God is described in several places as self-identifying through the divine’s own voice. The most famous instance is in the story of Moses and the burning bush. First, God identifies as the God of the patriarchs (Ex. 3:6), though never personally claiming the masculine as the deity’s own expression. To further establish who it was speaking to him, Moses directly asks, Behold, when I come unto the children of Israel and shall say unto them, The God of your fathers hath sent me unto you,and they shall say to me, What is His name?what shall I say unto them? (v. 13). Note that Moses assumes the masculine when he asks “What is burning_bushHis name?” One would assume from Moses’ response in which he identifies the speaker as male that the voice from the burning bush may have been a masculine voice, yet can one assume a gender from this alone? God refutes this gendered designation when in response, God states, “I AM THAT I AM. Thus shalt thou say unto the children of Israel, ‘I AM hath sent me unto you” (v. 14). The name of I AM underscores in one the divine transcendence and personal immanence in a single short phrase, for one cannot specify what I AM defines God as being anymore than one can specify what it names God as not being. The Hebrew name for “I AM” is YHWH, a name that has lost its vowels over time. That even the name itself cannot be pinned down as definitively being a certain way indicates the limits of human language and understanding. Wijk-Bos highlights that there is “identity and power in a name,” (29) which Moses knew full well when he asked for the divine to define Godself. Yet God refused to give a name that could be used to define, limit, or restrict the divine being into a single, particular form. Therefore, when asked to self-identify, the deity remains evasive, declining to associate with a single image and rather leaving open the possibility to inhabit and move through many forms and manifestations. In respecting this self-disclosure, the Bible uses this designation over 6,000 times, the most abundantly used name to reference the divine, though in English translations it is often turned into the masculine-associated epithet of “Lord” (Wijk-Bos, 29-30). It can be seen how the vague self-declarations of God can so quickly and easily be turned into masculine forms through human interpretation, even within the same verses in which God discloses the self in ambiguous terms.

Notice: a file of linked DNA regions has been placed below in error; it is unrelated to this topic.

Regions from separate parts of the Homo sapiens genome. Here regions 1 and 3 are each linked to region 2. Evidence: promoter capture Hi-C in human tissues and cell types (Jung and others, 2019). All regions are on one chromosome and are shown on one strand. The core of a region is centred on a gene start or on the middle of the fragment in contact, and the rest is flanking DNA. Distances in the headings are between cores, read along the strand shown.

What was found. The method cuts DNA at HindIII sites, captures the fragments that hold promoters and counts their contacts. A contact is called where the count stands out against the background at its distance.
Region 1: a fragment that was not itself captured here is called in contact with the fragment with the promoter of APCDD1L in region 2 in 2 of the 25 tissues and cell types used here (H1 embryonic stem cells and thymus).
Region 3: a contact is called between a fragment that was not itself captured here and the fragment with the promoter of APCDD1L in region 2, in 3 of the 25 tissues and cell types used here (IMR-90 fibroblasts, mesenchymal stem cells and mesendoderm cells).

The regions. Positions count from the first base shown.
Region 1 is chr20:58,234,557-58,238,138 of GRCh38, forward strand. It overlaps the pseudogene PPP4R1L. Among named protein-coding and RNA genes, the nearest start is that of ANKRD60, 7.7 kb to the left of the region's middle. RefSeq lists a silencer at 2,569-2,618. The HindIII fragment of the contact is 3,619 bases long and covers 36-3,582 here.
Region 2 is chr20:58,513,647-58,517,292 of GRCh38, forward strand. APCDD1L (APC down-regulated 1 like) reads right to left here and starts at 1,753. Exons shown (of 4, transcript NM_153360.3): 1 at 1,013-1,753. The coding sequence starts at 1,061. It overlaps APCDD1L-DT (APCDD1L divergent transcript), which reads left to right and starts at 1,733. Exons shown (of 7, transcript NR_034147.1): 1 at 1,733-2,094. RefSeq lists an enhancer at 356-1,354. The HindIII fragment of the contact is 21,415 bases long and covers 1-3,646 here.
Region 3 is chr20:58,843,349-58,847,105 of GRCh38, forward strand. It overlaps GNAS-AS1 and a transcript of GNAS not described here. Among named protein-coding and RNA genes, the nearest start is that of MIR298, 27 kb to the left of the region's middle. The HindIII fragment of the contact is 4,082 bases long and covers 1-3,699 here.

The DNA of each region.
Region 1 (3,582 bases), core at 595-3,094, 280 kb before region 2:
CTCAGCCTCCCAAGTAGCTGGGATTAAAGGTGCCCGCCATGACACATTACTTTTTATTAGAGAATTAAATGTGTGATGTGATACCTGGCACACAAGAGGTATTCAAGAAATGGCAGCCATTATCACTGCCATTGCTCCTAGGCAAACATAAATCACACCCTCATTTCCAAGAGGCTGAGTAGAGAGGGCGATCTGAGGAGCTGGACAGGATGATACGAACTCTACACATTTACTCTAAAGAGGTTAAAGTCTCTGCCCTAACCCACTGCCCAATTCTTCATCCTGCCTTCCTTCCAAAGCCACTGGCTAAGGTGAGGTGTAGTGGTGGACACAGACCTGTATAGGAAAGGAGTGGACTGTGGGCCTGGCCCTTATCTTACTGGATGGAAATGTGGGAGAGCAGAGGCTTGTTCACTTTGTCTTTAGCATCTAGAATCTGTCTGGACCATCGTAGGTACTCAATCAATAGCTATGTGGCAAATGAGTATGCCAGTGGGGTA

While YHWH is self-revealed a number of times in an ambiguous and vague manner, there are also several instances throughout scripture in which God likens Oneself to feminine imagery and manifests as female. One of the most significant, recurring depictions of God is as a mother or as a woman giving birth, always in relation to either the Israelites as the chosen people or all the people of the world. It should be noted that these birthing imageries always accompany a vision of liberation, renewal, or underscore the intimate relationship between God and humanity. One such image appears in 2nd Isaiah, the part of the book that begins to move away on the emphasis of sin in 1st Isaiah and rather focuses on the hope of the future for all people (Wijk-Bos, 61). The people of Israel/Zion, however, feel that they are being forgotten. To this, God responses, likening Godself to a mother: Can a woman forget her suckling child, that she should not have compassion on the son of her womb? Yea, they may forget, yet will I not forget thee” (Isa. 49:15, KJ21). Wijk-Bos highlights that the two lines “Can a woman forget her suckling child” and “that she should not have compassion on the son of her womb” are corresponding images that intensify one another. A reader would like to answer no to these questions, assuming that it is impossible for a mother to forget a child to whom she gave birth. This assumption stems from the understanding that in all the various kinds of love between humans, that which is held in a mother for her children is the strongest and most powerful. Even so, there are women who neglect or deny the role of mother with all the responsibilities of caring for, guiding, and protecting her children as best as she can. In this text, the speaking God acknowledges the human reality that it is entirely possible, and certainly does happen— that of a mother abandoning her children as if she has forgotten the ones to whom she gave birth. For God to identify with the image of the mother, the intimate relationship with humankind is being emphasized yet in such a way that promises a powerful love that is more secure than any human love and takes on the multiple subsequent responsibilities of being present for the children and guiding them to become the best they can possibly be (Wijk-Bos, 61-2). There are several other texts which discuss the divine as in labor and giving birth (Deut. 32:18, Ps. 90:2, Isa. 45:9-13) and as taking on the further responsibilities of a mother (Isa. 66:13, Hos. 11:3-4).